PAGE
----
It really doesn’t matter how you read words - whether its page by page as you start a new book, when the feel of paper under your finger is reassuringly solid.  Perhaps you tap a Kindle screen to carry on and find out who did what, to whom and why.  Some place headphones over their ears and get transported by some melodic voice reading the words of someone’s else’s great adventure.  Or you could even swipe left on the local library’s reading app on a phone - each have their place.  Words can help us ‘lose’ ourselves and all that our everyday lives contain and take us to far flung places, back in time or even forward to a new world order.  Words can galvanise us into action, soothe our souls when the world seems too hard to bear or simply remind us of what we know to be true, but have temporarily forgotten.

We say this as a recent reading entitled ‘Talk to someone today’ from Nick Fawcett’s ‘Seize the Day,’ book published by really struck a chord and so, unusually for us, we thought we’d share it with you and hope you find it as helpful as we did:

The Highest form of wisdom is kindness – The Talmud

No one is useless in this world who lightens the burdens of others – Charles Dickens

Turn and be kind to me, for I am lonely and distressed – The Bible Psalm 25v16


Talk to someone today: someone you’ve been meaning to contact; who you might have passed by; even perhaps who you’d rather avoid.

Talk, and listen.  Stop, and make time for them. For they may be lonelier, more longing for a word of cheer, than you might ever guess.

The elderly person confined to their home, scarcely seeing a soul each day, their only companion perhaps a pet, a voice on the radio, or the ticking of a clock.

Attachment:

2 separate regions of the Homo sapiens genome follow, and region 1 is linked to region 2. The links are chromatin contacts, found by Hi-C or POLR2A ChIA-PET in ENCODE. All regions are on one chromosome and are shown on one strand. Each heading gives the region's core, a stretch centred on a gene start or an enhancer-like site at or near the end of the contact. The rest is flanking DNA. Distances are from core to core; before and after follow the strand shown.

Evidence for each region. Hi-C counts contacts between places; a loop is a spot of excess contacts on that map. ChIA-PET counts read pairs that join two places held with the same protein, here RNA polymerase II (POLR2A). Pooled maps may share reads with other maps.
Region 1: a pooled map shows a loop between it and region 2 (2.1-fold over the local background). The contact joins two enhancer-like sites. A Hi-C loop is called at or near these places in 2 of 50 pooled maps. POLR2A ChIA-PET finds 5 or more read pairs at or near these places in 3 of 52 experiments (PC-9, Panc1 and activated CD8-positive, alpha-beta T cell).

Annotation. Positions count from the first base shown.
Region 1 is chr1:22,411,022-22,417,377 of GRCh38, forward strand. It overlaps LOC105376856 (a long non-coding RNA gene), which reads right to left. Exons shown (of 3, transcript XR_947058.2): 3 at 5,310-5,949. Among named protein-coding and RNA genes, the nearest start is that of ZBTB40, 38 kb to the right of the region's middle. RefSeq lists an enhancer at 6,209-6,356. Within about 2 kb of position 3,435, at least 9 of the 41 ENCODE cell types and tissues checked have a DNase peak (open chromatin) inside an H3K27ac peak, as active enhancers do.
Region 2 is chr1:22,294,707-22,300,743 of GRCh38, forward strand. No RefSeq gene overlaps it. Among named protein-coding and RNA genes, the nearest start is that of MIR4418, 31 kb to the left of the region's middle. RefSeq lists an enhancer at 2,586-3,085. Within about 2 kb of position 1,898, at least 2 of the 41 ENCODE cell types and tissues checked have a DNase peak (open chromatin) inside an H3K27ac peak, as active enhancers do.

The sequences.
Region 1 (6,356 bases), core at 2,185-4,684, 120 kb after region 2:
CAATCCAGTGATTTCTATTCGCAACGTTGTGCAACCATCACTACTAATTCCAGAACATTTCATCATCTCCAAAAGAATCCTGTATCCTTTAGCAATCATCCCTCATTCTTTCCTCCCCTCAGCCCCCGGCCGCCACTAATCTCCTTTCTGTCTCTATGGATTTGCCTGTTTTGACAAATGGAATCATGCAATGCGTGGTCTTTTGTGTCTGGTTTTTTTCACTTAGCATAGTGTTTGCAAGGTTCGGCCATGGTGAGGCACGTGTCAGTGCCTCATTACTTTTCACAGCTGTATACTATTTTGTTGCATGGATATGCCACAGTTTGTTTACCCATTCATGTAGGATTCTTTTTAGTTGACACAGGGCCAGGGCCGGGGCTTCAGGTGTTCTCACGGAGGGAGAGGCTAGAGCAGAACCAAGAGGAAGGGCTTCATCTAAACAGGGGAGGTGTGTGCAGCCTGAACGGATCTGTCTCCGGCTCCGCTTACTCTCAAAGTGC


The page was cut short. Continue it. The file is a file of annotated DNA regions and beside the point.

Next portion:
The shy person, alone even when in a crowd, yearning for meaningful human contact, to break down the walls of reserve, yet scared to make the first move.

The confident person, always the centre of attention, seemingly surrounded by friends, yet seeking a depth of relationship not yet found.

The sick person, putting on a brave face, suffering in silence, fearful of seeming negative, yet craving an understanding ear and expression of sympathy.

For so many, a word can make a difference, enough to remind them they’re not forgotten, that they matter, that no-one’s on their own.

So talk to somebody today, and see what happens.

You may make yourself a friend, or simply brighten their day; ease a lonely heart, or give strength to continue; exchange simple pleasantries, or help unburden a soul.

But if you say nothing, do nothing, then you will achieve nothing, when perhaps you might have done so much.

As Christmas fast approaches, in this tumultuous year, may we all be brave and speak words that bring hope, joy and comfort.  Happy Christmas from Paul & Sheila (Pastoral Workers) for Hope Trust.  Contact us on 01394 272592, email This email address is being protected from spambots. You need JavaScript enabled to view it. or visit our website